Beauty That Lasts
Perhaps that is the point. God chose to create the world. He didn’t have to. God chose to make a nation out of one man and preserve them for thousands of years. He didn’t have to. God chose to send judges and prophets to warn His people about judgment so they would repent. He didn’t have to. God chose to sacrifice His beloved Son in whom He was well pleased. He didn’t have to. And God chose to use the least qualified men and women all throughout history to turn the world upside. He didn’t have to.
This is true beauty. This unexplainable love and faithfulness of God is pure, unadulterated beauty. And it is worthy of our attention. Therefore,
Beauty is meaningful…because of Christ.
Without drawing any attention to His physical appearance or artistic abilities (Is. 53:2), He lived a perfect life and provided salvation for the world.
Elegant clothing and shiny buildings and imaginative poetry and a handsome face may be eye-catching and even stir one’s inner affections, but they have no power to transform the soul. Only faith in the Son of God can open one’s eyes to see what makes this world and the world to come truly beautiful.
It is this gospel story of grace and faithfulness and love that gives art and music and poetry and architecture such depth. Any attempt to capture or communicate the wondrous deeds of God is an attempt to create beauty.
The sad reality for many classical students and brilliant minds throughout history is that they observe mere shadows of beauty while forsaking the actual substance. Some may actually attribute great poetry, complicated paintings, and the mathematical genius behind grand architecture to the intelligence and creativity of God, yet they continue to believe that their salvation is partly based on their good works (Gal. 2:16, Eph. 2:8-9).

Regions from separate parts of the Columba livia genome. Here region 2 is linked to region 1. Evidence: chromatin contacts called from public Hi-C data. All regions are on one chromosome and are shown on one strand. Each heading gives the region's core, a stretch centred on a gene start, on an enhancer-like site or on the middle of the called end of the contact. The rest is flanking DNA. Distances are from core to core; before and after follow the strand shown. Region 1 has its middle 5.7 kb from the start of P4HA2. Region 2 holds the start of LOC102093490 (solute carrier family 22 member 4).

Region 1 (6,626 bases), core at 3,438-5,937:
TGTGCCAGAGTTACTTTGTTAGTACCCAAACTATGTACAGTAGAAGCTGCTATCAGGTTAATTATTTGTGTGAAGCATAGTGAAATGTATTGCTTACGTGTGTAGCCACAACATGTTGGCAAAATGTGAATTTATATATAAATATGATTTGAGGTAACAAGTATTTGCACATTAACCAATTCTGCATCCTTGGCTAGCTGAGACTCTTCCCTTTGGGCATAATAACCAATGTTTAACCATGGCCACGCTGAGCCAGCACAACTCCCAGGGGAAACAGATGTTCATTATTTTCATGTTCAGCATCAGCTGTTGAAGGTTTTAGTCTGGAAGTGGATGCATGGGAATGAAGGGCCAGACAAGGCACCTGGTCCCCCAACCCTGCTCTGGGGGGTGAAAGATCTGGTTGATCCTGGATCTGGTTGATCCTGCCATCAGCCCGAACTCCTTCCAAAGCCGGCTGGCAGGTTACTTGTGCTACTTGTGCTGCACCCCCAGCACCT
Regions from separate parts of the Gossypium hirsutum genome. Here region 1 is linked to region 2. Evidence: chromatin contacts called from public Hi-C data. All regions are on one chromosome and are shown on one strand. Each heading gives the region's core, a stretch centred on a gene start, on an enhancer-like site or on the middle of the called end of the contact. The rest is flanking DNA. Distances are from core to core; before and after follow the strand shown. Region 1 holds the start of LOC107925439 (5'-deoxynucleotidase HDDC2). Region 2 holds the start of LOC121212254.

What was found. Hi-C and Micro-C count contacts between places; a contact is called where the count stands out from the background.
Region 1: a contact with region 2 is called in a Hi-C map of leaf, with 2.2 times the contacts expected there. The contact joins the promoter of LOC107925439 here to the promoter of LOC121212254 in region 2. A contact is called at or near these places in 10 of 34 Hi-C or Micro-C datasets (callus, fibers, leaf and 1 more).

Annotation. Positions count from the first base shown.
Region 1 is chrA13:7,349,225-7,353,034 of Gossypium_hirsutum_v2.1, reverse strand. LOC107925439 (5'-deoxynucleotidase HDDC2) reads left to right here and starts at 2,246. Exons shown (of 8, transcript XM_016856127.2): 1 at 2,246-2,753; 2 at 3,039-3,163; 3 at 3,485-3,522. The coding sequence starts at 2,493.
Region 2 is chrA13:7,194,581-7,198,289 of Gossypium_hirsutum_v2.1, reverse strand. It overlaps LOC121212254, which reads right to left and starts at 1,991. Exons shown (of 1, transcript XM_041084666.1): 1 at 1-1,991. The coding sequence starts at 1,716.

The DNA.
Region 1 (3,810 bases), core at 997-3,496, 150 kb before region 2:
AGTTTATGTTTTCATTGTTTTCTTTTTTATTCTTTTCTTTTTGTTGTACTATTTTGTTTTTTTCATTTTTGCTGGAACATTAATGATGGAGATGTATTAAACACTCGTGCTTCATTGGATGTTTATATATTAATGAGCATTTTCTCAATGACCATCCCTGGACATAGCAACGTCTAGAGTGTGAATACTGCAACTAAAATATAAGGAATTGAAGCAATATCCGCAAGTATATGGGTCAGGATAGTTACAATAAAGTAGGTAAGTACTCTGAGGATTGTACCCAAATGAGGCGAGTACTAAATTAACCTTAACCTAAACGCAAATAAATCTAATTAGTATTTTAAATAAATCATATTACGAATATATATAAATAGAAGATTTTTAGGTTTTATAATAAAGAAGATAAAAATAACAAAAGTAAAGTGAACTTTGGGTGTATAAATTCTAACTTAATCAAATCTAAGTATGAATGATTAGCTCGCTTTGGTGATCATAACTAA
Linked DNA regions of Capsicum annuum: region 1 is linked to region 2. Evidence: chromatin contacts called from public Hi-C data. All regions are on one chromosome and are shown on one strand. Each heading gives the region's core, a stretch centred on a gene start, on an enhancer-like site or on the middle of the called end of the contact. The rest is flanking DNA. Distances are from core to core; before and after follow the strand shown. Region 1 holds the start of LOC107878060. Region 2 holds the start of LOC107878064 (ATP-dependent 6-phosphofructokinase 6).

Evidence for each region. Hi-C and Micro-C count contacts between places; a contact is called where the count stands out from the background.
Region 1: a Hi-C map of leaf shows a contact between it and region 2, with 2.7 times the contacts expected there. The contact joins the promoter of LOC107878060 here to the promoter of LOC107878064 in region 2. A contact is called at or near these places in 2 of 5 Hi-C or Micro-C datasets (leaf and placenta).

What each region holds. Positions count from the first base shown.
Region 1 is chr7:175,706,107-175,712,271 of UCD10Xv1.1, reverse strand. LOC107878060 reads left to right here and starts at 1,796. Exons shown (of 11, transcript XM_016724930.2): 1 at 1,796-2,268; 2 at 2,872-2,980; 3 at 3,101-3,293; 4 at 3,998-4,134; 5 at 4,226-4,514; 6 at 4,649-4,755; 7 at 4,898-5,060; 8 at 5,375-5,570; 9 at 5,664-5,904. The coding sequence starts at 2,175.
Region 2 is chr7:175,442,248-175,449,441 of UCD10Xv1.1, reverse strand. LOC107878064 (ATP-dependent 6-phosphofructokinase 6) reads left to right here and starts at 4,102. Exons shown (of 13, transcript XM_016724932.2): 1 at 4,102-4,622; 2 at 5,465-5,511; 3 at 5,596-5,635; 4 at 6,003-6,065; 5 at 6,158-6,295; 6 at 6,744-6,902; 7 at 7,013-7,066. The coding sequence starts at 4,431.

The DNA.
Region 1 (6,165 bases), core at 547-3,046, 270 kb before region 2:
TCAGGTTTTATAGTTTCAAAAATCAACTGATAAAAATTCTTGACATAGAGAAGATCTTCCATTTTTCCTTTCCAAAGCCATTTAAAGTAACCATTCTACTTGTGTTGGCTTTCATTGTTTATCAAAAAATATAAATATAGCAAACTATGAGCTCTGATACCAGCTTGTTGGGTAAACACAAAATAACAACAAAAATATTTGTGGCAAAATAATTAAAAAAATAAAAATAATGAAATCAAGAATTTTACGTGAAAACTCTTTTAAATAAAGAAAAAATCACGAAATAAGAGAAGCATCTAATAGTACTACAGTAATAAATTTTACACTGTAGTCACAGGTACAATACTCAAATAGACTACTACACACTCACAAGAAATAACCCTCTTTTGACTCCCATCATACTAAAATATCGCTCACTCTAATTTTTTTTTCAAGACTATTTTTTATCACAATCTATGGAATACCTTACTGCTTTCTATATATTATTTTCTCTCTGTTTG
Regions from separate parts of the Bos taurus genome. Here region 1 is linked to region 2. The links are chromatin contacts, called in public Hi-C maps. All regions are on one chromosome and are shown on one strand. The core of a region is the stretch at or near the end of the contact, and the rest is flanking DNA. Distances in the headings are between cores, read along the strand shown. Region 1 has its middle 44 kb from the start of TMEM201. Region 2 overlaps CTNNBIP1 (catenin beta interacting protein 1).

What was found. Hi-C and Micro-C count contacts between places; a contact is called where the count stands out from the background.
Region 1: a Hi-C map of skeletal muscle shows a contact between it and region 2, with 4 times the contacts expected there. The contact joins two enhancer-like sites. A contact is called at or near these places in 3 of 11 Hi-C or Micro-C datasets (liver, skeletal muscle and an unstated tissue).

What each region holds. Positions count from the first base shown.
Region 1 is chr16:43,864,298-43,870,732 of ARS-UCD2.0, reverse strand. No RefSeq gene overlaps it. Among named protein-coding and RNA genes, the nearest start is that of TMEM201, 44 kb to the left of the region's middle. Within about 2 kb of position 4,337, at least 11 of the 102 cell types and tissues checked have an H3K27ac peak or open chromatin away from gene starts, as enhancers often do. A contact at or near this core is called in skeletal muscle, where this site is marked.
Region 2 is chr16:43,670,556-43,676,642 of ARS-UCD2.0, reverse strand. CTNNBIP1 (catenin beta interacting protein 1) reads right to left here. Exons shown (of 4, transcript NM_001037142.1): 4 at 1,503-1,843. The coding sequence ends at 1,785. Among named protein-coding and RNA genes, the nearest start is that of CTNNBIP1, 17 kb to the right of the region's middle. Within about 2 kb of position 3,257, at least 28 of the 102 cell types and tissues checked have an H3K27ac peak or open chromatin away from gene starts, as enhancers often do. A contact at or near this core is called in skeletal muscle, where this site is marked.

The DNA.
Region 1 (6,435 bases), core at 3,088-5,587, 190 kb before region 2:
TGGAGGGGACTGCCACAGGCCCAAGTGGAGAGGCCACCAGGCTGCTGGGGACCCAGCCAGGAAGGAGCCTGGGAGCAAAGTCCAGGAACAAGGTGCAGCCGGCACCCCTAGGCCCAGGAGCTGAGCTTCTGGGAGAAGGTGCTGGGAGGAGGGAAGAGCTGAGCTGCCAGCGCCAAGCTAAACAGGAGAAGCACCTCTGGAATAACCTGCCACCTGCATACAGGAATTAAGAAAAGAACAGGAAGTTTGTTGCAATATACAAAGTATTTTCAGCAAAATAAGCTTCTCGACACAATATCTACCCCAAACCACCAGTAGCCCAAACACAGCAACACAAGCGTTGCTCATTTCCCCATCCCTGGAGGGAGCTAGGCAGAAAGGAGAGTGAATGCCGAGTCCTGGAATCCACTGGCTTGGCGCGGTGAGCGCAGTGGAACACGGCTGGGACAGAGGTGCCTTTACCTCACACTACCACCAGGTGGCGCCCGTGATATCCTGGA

The Purpose of Beauty
Classical students should absolutely study and see clearly the human attempts all throughout history at capturing the glory and beauty of God as seen in creation and in His wonderous deeds. However, if they become an erudite scholar on Dante’s “Divine Comedy” or Renaissance realism or Bach’s counterpoint but continue to base their hope of Heaven on their good works or knowledge or accomplishments or purgatory, they have missed the point of beauty entirely. Their knowledge of art and poetry and music is like the pharisees’ flowy robes and verbose prayers: vain.
The spectrum of beauty in creation serves as a reminder that any beauty we possess or create or see in this world is an infinitesimal fraction of God’s beautiful character. The way people feel when they stare at the Grand Canyon, read a beautiful poem, see an attractive person, listen to a gorgeous song, or stare at an intricate building is but a modicum of how God feels when He thinks about His people (Psalm 139:17-18). Though they did nothing to deserve or secure His loving gaze, He adopts them, making them heirs with His Son, promising that nothing and no one can snatch them out of His hand (John 10:28).
That is the very essence of beauty…and it is worth pursuing.